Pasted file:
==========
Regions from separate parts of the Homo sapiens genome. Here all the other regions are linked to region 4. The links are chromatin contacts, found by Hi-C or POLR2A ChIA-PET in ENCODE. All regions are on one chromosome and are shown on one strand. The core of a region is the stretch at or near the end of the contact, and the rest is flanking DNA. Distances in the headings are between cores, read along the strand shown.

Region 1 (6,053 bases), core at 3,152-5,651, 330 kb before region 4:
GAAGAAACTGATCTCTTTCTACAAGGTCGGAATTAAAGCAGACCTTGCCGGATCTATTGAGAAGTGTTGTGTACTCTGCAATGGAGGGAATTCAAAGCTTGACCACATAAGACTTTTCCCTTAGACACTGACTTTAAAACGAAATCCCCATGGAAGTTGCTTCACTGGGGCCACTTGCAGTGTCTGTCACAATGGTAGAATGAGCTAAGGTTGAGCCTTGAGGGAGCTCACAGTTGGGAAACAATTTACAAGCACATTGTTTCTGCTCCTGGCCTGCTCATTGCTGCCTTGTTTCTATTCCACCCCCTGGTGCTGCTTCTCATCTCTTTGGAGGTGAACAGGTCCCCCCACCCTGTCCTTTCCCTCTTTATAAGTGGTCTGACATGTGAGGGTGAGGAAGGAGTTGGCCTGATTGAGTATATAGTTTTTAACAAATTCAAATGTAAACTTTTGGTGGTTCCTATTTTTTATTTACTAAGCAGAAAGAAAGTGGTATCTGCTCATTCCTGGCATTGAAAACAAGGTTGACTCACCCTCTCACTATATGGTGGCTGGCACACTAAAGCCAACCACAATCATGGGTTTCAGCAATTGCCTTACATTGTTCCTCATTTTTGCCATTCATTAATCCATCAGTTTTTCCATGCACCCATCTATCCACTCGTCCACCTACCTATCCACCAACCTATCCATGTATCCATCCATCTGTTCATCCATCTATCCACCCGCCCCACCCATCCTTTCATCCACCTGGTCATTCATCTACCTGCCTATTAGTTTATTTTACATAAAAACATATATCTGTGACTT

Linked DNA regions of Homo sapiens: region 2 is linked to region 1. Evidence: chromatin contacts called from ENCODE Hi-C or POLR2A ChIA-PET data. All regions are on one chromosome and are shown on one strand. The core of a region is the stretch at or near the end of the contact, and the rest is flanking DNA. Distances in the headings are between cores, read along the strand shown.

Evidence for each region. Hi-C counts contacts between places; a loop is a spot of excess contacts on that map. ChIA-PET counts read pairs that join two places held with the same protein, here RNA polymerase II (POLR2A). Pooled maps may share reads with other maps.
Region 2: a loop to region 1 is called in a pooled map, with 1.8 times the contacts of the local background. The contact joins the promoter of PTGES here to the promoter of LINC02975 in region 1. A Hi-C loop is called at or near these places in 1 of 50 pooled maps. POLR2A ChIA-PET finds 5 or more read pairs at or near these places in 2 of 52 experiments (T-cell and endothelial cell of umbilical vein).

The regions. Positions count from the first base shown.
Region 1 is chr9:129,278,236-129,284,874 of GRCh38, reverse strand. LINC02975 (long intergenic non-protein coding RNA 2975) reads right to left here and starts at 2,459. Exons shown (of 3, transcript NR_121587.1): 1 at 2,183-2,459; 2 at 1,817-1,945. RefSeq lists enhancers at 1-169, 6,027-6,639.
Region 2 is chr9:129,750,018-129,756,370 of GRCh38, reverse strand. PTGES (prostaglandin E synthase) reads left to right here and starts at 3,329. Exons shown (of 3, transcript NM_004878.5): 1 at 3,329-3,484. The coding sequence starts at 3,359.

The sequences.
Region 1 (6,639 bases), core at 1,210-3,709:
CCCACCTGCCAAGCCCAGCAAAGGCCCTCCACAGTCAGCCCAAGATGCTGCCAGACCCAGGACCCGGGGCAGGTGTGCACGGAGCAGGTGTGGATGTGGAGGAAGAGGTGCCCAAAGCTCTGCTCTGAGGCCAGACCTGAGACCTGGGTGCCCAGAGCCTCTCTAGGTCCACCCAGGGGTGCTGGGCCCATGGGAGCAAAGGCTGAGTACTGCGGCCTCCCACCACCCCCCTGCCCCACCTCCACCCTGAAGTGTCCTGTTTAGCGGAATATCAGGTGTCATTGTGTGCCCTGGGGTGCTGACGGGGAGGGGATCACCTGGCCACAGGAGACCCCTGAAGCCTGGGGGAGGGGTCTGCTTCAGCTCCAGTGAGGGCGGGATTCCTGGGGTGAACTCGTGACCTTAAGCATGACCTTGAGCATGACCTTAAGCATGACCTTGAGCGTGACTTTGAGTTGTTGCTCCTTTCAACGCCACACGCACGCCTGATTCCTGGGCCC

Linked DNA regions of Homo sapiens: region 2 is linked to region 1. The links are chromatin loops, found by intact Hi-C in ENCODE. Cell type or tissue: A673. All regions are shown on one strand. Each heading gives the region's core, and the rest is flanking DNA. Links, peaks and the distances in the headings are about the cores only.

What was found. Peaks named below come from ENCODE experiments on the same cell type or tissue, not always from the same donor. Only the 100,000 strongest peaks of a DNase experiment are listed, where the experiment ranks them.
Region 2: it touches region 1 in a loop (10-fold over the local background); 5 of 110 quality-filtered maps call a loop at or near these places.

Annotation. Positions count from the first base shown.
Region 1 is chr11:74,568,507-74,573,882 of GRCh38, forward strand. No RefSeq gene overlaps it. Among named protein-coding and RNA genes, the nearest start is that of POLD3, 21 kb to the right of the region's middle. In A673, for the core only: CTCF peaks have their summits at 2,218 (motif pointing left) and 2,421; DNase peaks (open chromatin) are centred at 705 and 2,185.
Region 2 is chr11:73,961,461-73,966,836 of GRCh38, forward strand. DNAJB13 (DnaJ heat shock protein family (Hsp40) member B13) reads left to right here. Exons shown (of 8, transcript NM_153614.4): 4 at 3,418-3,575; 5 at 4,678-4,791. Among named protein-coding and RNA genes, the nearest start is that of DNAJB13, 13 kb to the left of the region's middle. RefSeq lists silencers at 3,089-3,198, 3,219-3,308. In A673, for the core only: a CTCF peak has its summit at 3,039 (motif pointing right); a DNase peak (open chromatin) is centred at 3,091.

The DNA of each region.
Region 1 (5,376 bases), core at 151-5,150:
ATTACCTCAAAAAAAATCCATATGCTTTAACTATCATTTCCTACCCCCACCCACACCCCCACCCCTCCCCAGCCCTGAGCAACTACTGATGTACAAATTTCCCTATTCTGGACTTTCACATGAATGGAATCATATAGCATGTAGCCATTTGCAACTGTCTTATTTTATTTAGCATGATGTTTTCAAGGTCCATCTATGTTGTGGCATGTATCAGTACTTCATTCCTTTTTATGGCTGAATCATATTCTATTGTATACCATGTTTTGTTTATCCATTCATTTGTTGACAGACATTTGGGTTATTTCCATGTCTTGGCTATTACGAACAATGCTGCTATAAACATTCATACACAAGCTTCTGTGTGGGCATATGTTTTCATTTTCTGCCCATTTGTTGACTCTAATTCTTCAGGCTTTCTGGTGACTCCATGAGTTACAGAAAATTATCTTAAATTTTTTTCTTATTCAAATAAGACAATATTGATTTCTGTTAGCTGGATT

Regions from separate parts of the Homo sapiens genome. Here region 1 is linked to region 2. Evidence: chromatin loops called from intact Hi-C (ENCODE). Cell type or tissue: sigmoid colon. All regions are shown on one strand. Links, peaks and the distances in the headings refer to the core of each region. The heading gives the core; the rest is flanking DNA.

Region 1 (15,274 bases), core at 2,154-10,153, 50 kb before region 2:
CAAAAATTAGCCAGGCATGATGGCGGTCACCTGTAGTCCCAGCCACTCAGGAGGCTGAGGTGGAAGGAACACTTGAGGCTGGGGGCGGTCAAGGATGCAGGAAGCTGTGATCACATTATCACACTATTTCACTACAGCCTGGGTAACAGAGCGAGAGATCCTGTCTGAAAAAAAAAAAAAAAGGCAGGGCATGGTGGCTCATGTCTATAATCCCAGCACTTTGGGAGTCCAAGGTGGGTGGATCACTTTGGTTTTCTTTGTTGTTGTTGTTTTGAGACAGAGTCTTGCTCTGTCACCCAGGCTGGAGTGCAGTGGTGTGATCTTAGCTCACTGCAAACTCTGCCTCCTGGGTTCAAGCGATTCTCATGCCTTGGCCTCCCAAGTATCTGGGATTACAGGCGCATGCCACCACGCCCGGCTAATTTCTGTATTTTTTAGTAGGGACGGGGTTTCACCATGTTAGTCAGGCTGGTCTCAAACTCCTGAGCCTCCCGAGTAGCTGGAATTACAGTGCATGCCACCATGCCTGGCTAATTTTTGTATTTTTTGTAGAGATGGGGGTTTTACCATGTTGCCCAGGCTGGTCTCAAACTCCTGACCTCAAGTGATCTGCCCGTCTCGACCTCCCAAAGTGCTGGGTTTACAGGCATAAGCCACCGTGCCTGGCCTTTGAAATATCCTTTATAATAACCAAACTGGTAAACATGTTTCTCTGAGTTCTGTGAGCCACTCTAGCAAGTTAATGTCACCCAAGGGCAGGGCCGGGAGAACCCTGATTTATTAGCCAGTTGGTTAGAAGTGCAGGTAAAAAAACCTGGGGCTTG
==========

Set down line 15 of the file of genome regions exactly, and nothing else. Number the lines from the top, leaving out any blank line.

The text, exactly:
Region 2: it touches region 1 in a loop (10-fold over the local background); 5 of 110 quality-filtered maps call a loop at or near these places.